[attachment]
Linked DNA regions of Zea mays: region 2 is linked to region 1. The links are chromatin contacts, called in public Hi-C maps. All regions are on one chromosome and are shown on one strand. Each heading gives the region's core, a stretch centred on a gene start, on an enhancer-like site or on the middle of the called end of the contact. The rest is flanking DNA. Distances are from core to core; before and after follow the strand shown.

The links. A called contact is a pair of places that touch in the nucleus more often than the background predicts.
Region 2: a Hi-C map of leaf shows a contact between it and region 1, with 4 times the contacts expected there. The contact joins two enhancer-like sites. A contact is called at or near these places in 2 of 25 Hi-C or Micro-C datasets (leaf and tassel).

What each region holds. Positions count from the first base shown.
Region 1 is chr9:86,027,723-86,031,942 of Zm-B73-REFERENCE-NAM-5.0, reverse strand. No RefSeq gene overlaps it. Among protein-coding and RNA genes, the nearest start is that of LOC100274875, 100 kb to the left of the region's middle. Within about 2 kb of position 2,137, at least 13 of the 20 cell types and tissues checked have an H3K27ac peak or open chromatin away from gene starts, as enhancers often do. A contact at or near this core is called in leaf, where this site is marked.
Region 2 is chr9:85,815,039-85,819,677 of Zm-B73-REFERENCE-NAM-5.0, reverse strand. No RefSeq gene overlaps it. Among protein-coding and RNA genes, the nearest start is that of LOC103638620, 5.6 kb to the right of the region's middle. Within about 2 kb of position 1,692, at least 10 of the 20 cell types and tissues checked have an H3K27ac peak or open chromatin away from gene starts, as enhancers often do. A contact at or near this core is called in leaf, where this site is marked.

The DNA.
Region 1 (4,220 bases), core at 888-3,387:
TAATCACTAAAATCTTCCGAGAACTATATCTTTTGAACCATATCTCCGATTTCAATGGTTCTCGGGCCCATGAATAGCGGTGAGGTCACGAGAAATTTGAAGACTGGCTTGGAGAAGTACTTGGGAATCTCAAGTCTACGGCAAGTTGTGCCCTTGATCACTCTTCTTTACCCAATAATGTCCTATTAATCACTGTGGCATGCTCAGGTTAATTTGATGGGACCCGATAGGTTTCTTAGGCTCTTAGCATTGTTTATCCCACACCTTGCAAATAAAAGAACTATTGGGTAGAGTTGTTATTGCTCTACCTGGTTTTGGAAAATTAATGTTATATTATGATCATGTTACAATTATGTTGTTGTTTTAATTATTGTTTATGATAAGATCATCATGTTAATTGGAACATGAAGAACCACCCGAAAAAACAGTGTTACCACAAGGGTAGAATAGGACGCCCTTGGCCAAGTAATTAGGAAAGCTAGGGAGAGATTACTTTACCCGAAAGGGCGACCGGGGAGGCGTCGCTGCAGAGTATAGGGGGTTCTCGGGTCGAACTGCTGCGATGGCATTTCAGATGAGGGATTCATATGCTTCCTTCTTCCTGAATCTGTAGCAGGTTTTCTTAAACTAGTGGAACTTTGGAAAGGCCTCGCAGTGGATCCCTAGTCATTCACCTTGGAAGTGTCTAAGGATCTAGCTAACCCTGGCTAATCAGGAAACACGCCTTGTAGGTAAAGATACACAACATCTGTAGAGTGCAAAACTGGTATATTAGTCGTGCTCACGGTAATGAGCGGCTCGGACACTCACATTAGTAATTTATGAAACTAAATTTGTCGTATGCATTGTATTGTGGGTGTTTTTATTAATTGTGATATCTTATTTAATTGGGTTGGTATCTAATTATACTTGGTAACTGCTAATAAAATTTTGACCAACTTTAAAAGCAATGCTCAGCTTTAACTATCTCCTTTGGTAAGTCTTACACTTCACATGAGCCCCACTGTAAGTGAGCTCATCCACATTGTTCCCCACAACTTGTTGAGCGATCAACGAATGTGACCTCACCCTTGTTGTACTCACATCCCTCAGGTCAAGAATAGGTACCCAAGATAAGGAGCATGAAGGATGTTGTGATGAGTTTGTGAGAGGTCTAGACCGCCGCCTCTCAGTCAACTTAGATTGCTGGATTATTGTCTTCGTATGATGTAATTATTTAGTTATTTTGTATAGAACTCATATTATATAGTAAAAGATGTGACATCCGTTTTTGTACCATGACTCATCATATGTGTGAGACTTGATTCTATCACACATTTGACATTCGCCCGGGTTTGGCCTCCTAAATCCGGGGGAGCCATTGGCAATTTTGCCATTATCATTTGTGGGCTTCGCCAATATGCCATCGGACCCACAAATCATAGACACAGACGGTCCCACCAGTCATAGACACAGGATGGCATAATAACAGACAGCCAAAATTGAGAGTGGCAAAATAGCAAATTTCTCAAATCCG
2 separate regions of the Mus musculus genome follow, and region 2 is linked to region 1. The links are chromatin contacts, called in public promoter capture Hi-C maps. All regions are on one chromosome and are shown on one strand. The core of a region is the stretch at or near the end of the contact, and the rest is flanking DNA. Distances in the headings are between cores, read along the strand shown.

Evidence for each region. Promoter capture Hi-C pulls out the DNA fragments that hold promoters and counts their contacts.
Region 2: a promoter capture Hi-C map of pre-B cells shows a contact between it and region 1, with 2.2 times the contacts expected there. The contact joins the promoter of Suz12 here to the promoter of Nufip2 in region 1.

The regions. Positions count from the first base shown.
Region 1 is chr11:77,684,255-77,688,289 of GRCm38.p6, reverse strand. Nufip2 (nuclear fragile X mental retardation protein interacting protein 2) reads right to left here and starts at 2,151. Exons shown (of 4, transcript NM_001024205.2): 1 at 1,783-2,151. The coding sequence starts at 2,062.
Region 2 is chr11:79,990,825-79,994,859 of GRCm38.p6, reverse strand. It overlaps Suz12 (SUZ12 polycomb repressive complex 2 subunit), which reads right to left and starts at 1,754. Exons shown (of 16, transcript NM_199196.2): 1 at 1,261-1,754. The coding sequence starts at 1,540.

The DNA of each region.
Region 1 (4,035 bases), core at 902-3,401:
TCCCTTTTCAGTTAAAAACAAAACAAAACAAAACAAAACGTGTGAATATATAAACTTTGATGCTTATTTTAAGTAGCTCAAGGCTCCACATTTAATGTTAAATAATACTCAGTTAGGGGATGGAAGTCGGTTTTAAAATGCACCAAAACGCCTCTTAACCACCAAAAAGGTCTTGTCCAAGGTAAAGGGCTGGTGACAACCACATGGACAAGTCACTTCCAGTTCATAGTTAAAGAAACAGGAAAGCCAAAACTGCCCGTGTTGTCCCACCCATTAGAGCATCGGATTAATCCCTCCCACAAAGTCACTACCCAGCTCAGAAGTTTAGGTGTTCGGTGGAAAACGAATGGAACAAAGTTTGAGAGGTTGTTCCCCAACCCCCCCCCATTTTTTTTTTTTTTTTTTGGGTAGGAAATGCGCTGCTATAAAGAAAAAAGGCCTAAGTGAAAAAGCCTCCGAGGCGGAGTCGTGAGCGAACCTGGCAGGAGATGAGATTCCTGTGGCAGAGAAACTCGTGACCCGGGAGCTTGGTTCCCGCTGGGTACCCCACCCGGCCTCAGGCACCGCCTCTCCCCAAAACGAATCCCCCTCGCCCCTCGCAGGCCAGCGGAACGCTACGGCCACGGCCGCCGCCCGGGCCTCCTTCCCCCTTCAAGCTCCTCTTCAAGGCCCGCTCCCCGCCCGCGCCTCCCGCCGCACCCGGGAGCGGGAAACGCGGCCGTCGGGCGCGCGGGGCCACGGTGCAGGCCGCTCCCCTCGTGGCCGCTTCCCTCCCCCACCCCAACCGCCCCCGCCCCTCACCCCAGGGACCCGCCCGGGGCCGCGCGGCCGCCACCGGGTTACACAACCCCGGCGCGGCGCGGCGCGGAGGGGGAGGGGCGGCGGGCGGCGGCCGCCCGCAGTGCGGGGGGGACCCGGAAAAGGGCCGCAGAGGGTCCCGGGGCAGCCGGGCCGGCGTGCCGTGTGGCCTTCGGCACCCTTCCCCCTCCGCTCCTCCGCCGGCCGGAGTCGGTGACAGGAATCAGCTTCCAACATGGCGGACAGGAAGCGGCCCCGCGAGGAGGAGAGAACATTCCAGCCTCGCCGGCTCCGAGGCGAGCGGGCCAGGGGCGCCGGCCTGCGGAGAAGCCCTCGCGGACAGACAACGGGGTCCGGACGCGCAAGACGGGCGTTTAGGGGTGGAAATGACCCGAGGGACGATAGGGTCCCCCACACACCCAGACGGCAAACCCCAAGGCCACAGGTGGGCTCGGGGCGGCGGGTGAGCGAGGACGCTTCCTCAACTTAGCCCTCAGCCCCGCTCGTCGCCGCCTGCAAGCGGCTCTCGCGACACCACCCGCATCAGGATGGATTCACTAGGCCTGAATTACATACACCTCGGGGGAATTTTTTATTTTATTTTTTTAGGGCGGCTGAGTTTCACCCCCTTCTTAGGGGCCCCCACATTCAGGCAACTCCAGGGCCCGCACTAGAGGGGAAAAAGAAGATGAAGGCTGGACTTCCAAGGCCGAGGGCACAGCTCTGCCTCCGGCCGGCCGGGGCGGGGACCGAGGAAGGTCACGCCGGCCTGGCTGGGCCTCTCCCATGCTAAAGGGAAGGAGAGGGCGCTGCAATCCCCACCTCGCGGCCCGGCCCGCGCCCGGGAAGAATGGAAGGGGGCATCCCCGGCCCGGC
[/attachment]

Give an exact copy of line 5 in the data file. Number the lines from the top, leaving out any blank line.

Region 1 is chr9:86,027,723-86,031,942 of Zm-B73-REFERENCE-NAM-5.0, reverse strand. No RefSeq gene overlaps it. Among protein-coding and RNA genes, the nearest start is that of LOC100274875, 100 kb to the left of the region's middle. Within about 2 kb of position 2,137, at least 13 of the 20 cell types and tissues checked have an H3K27ac peak or open chromatin away from gene starts, as enhancers often do. A contact at or near this core is called in leaf, where this site is marked.